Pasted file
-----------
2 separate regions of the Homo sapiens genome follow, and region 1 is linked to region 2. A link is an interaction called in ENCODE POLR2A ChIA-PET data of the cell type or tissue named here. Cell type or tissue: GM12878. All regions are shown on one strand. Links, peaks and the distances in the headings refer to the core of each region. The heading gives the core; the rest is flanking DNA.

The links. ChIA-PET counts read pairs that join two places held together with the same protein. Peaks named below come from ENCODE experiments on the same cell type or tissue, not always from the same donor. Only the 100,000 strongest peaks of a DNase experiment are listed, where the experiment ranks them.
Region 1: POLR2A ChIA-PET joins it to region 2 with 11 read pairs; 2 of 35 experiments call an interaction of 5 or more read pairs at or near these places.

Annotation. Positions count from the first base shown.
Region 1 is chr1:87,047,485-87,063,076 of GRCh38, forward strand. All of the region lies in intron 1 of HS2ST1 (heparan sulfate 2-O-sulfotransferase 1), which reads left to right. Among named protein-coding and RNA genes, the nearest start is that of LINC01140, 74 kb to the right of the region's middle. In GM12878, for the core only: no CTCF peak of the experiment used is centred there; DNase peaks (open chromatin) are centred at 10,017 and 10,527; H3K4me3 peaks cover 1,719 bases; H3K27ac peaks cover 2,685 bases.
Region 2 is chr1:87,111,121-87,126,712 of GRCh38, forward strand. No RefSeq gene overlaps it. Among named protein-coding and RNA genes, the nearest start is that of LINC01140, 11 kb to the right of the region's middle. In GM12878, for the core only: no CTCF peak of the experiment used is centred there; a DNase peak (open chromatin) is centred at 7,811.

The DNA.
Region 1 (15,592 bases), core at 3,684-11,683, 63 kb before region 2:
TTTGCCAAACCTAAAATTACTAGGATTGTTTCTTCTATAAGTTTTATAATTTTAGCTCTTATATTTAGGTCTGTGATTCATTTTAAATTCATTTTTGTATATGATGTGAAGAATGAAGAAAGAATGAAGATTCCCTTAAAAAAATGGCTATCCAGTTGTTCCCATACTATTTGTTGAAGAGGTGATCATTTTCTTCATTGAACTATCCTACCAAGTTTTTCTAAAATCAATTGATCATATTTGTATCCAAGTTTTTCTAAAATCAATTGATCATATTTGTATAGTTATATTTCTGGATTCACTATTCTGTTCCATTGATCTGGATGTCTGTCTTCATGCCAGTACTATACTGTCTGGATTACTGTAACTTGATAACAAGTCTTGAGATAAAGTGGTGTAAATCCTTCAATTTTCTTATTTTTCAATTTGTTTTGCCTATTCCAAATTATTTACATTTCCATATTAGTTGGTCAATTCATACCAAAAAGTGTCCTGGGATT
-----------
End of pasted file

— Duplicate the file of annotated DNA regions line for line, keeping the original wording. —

2 separate regions of the Homo sapiens genome follow, and region 1 is linked to region 2. A link is an interaction called in ENCODE POLR2A ChIA-PET data of the cell type or tissue named here. Cell type or tissue: GM12878. All regions are shown on one strand. Links, peaks and the distances in the headings refer to the core of each region. The heading gives the core; the rest is flanking DNA.

The links. ChIA-PET counts read pairs that join two places held together with the same protein. Peaks named below come from ENCODE experiments on the same cell type or tissue, not always from the same donor. Only the 100,000 strongest peaks of a DNase experiment are listed, where the experiment ranks them.
Region 1: POLR2A ChIA-PET joins it to region 2 with 11 read pairs; 2 of 35 experiments call an interaction of 5 or more read pairs at or near these places.

Annotation. Positions count from the first base shown.
Region 1 is chr1:87,047,485-87,063,076 of GRCh38, forward strand. All of the region lies in intron 1 of HS2ST1 (heparan sulfate 2-O-sulfotransferase 1), which reads left to right. Among named protein-coding and RNA genes, the nearest start is that of LINC01140, 74 kb to the right of the region's middle. In GM12878, for the core only: no CTCF peak of the experiment used is centred there; DNase peaks (open chromatin) are centred at 10,017 and 10,527; H3K4me3 peaks cover 1,719 bases; H3K27ac peaks cover 2,685 bases.
Region 2 is chr1:87,111,121-87,126,712 of GRCh38, forward strand. No RefSeq gene overlaps it. Among named protein-coding and RNA genes, the nearest start is that of LINC01140, 11 kb to the right of the region's middle. In GM12878, for the core only: no CTCF peak of the experiment used is centred there; a DNase peak (open chromatin) is centred at 7,811.

The DNA.
Region 1 (15,592 bases), core at 3,684-11,683, 63 kb before region 2:
TTTGCCAAACCTAAAATTACTAGGATTGTTTCTTCTATAAGTTTTATAATTTTAGCTCTTATATTTAGGTCTGTGATTCATTTTAAATTCATTTTTGTATATGATGTGAAGAATGAAGAAAGAATGAAGATTCCCTTAAAAAAATGGCTATCCAGTTGTTCCCATACTATTTGTTGAAGAGGTGATCATTTTCTTCATTGAACTATCCTACCAAGTTTTTCTAAAATCAATTGATCATATTTGTATCCAAGTTTTTCTAAAATCAATTGATCATATTTGTATAGTTATATTTCTGGATTCACTATTCTGTTCCATTGATCTGGATGTCTGTCTTCATGCCAGTACTATACTGTCTGGATTACTGTAACTTGATAACAAGTCTTGAGATAAAGTGGTGTAAATCCTTCAATTTTCTTATTTTTCAATTTGTTTTGCCTATTCCAAATTATTTACATTTCCATATTAGTTGGTCAATTCATACCAAAAAGTGTCCTGGGATT